Forced outages and MRO costs reduced with PdM

Predictive maintenance helps Calpine reduce forced outages and cut MRO costs.

By Kevin Nordenstrom

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The challenge for energy producers to supply continuous, uninterrupted power to customers is constant. Forced outages, which usually occur because of unexpected component failures or systemic problems, can prove costly to the power supplier and undermine its effort to attract and maintain satisfied customers. To reduce the frequency and duration of forced outages, Calpine Corp. is implementing a comprehensive predictive maintenance (PdM) program.

Founded in 1984 and headquartered in San Jose, Calif., Calpine is one of North America's largest power generation companies. In recent years, the company has evolved from solely a leading developer of power plants to a major power-plant operator and service provider. As an electricity wholesaler, Calpine provides electricity to a variety of customers, including electric utilities, industrial manufacturers, municipalities and government institutions. Using two types of fuel -- natural gas and geothermal steam -- to produce electricity, Calpine has the capacity to generate more than 26,000 megawatts from its 92 energy centers in 21 states. Additionally, Calpine operates plants in Canada and the United Kingdom.

Downtime at $11,000/hour
To meet the growing demand for electricity across North America, Calpine continues to increase production while instituting process changes to maximize existing capacity. Our business strategy is centered on expanding generating capacity and optimizing production capability, thereby increasing revenue and maximizing profits by reducing expenses.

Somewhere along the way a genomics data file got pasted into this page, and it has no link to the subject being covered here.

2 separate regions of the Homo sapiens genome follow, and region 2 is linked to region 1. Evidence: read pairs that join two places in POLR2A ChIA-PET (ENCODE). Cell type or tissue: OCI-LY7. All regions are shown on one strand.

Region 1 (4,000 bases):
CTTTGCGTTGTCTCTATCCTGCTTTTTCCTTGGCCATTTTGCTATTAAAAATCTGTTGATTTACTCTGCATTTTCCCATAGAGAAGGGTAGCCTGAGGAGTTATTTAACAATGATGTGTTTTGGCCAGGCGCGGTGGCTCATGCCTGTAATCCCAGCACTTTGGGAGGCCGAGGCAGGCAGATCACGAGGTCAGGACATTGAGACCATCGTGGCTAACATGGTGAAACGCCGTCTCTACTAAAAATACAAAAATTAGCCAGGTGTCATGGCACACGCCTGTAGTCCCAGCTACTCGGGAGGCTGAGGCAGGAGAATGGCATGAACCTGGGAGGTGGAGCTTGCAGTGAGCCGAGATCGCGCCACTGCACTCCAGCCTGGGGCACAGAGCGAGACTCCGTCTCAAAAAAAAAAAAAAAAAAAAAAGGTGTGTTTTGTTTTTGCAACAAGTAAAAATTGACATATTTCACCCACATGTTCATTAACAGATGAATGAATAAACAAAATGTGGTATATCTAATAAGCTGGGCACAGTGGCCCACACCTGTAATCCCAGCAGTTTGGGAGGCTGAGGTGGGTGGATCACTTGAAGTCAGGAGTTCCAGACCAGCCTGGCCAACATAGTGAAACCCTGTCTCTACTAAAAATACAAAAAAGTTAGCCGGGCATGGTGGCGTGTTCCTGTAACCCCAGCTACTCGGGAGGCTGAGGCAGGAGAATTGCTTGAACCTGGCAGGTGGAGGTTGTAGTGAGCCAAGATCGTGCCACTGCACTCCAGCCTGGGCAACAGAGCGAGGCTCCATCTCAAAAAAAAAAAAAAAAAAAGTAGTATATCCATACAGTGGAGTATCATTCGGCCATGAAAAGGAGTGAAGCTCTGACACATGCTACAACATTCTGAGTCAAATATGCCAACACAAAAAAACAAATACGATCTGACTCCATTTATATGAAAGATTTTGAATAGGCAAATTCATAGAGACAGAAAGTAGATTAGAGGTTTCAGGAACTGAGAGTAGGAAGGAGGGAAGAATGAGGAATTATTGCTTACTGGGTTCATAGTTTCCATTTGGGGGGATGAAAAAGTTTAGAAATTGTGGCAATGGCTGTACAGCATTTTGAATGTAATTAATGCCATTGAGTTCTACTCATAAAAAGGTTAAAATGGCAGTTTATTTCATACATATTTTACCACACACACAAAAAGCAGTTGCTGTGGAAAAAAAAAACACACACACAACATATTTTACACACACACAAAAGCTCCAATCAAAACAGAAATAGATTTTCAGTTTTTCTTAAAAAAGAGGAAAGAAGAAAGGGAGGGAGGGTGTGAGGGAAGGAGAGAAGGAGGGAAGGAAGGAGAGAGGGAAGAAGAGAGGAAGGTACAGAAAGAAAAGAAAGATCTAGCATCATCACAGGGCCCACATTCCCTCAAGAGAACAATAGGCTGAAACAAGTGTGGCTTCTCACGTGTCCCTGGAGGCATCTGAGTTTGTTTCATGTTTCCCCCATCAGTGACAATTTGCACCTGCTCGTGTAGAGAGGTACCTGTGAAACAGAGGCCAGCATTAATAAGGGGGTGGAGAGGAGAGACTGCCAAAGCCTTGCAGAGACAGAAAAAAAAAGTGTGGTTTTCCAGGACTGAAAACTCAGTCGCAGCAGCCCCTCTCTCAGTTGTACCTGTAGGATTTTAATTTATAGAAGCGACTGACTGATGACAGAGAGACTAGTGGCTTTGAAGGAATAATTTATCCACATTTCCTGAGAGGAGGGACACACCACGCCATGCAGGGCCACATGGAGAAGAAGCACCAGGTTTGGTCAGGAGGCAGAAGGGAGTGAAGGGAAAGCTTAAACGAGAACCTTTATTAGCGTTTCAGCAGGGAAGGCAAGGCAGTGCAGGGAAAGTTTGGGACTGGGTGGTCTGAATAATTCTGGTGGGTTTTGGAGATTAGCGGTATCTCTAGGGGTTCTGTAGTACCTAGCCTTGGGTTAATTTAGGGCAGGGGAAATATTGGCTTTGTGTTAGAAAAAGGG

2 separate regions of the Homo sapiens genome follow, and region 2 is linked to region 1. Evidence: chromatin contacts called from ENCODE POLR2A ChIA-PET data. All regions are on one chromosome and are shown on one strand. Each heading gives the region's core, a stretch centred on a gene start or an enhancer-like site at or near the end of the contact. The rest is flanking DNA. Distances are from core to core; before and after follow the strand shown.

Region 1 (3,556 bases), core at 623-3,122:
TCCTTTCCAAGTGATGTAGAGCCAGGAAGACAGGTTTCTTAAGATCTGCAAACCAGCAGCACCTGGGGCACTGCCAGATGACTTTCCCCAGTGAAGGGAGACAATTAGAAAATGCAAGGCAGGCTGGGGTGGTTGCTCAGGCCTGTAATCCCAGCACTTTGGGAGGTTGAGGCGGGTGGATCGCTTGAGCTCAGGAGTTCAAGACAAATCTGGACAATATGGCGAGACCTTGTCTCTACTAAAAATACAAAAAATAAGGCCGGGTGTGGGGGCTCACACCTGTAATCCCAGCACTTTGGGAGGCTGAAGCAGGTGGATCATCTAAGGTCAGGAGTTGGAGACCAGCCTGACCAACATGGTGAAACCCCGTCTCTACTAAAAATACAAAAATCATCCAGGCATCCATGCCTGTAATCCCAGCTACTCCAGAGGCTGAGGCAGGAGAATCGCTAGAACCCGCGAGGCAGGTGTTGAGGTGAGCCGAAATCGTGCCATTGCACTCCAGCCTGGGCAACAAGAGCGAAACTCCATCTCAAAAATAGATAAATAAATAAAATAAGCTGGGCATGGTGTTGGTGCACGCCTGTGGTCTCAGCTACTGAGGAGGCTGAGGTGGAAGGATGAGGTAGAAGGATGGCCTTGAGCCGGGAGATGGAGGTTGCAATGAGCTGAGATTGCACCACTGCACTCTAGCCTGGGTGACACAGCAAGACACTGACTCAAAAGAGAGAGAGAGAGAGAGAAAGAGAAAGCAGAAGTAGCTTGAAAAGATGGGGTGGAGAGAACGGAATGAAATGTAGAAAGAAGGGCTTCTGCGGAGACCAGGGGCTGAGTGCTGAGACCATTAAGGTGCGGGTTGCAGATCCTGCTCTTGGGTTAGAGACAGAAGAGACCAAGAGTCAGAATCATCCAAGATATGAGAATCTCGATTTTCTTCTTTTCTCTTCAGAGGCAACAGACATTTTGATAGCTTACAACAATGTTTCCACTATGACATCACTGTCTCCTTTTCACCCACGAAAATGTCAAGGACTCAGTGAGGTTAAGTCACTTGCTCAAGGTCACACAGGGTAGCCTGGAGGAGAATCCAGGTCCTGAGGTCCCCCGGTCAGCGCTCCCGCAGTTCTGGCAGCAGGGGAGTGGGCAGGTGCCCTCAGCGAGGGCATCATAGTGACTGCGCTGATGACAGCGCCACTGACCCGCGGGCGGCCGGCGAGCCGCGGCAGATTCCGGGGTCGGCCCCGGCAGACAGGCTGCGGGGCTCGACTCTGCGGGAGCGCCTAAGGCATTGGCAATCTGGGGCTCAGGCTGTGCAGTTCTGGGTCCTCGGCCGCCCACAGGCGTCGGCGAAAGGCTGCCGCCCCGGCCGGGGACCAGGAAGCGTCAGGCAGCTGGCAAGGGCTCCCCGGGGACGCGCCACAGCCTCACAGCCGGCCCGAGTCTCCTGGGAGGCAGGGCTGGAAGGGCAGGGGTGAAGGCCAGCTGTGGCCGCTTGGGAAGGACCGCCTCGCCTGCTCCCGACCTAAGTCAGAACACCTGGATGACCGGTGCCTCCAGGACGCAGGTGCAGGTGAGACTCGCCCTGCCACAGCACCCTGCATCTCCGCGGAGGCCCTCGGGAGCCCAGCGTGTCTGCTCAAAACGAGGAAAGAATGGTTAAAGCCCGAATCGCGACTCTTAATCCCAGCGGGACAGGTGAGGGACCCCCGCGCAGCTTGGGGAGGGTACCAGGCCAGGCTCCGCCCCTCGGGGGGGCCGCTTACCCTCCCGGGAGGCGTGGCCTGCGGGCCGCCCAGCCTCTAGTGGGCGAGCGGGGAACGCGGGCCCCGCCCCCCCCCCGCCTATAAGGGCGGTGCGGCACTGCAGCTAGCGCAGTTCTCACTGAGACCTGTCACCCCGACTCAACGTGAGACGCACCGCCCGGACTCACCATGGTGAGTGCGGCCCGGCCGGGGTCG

In the power generation industry, as well as the Calpine Predictive Maintenance Department, downtime expense is calculated in cost-avoidance terms based on the profit from generating a megawatt-hour of electricity plus the avoided cost of repair. Depending on the plant and the spark spread (a theoretical margin represented by the difference between the price of electricity sold and the price of the fuel used to generate it), the profit for a megawatt-hour varies drastically -- ranging from $5 to more than $50 per hour. For example, at a 560-megawatt Calpine plant in California, the cost avoidance is calculated based on an average of $21 per megawatt-hour. Therefore, average downtime at this particular plant could cost $11,000 an hour ($264,000 a day) or more.

With this much potential profit at stake, maintaining energy production, reducing forced outages (caused by unplanned shutdowns or equipment failure), and avoiding generator deratings (when a unit fails to deliver power at its rated capacity) are top priorities for management and employees alike.

Strategy based on ROI
Recognizing that rates always will fluctuate based on changes in market and supply demands, we began to focus on controlling costs: reducing forced outages and streamlining maintenance and repair costs. In 2002, only a handful of Calpine’s plants routinely practiced PdM techniques, with each conducting its own PdM activities in a nonstandardized manner. As a result, no uniform technology or strategy was used, sharing of best practices and successes was limited, and each plant handled equipment failures in its own unique manner.